The Palace of Agion Michael and George is a palace in the city of Corfu at the homonymous island. His second name is Old Palace.
The palace was built for Sir Thomas Maitland, the British High Commissioner of the Ionian Islands. It was used as the residence of the High Commissioner but was also used as the seat of the Ionian Senate and the Order of Saints Michael and George. The foundation stone was laid on the ground on St. George’s Day in 1819. The location that was built in the Palace is between the old town hall of Corfu and the Venetian castle.
After the union of the Ionian Islands with the Kingdom of Greece in 1864 the palace served as a royal residence until the Second World War. It was not affected by the Italian bombardment of Corfu during Corfu’s incidents. He suffered the greatest damage from his use as a temporary shelter of refugees from Epirus during the Greek Civil War. The Greek state was able to restore the interior of the palace in 1954 with the help of a private trust organized by Sir Charles Peake, the then British Ambassador to Greece. Until 1967, the King of Greece occasionally used the palace for state obligations, while he lived in a nearby villa, Mon Repos.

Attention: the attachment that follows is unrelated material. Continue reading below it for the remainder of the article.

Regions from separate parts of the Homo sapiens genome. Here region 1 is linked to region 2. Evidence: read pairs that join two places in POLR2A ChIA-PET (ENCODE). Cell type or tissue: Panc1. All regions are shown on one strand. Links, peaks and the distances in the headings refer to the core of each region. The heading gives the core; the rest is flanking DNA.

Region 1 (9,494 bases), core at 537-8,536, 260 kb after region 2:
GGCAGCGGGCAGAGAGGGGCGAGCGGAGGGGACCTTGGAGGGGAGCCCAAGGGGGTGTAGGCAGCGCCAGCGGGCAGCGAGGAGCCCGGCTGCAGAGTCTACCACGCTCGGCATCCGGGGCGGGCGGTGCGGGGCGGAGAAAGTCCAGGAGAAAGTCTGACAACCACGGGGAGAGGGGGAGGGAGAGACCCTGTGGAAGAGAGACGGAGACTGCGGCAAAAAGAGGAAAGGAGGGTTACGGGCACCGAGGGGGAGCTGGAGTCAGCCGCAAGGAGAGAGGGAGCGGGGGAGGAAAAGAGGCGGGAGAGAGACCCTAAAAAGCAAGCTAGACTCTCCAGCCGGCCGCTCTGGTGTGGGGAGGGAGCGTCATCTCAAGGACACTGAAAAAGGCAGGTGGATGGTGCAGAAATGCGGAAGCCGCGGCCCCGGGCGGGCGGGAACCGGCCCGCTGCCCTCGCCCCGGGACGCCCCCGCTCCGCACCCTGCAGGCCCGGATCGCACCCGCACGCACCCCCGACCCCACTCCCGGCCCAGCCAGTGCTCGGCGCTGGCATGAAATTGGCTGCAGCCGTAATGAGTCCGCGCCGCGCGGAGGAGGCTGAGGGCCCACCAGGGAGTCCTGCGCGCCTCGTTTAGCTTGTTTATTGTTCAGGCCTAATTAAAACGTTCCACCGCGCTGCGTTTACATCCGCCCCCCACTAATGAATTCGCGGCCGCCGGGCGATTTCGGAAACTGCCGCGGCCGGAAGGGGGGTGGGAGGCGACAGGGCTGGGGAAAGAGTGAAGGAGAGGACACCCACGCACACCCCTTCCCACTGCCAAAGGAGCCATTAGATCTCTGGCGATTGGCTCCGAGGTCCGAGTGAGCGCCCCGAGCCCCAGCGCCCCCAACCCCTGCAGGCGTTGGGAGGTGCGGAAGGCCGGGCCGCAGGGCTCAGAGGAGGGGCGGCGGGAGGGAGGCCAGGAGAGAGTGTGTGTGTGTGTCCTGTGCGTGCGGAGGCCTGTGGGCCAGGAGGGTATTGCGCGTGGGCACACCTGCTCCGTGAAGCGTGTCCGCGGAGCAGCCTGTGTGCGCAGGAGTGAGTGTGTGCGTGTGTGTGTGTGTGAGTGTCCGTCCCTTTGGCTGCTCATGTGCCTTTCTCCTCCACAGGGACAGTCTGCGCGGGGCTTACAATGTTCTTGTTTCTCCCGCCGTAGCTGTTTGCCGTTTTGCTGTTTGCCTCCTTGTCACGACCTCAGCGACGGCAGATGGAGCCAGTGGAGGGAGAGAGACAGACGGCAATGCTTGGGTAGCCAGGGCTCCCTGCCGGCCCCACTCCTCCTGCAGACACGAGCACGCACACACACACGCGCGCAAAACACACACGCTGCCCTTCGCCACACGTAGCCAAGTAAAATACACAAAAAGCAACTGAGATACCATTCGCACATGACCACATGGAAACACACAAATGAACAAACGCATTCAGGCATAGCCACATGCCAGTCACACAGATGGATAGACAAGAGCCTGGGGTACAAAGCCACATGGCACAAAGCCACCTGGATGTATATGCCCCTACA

Today the palace houses the Asian Art Museum of Corfu. The collection of the museum began to gather in 1927 and consists mainly of donations, with the largest of Grigorios Manos with 10,500 pieces.
The palace is designed in Regency style by British architect George Whitmore, who was a Colonel and later Major to the Royal Engineers. It was mainly built with white stone of Malta. The two gates that surround the palace are St. Michael’s Gate and St. George’s Gate. The Official Rooms consist of a majestic staircase, a rotunda in the center leading to two large halls, the Throne Hall and the official dining room. The palace was renovated for the European Union Summit in 1994
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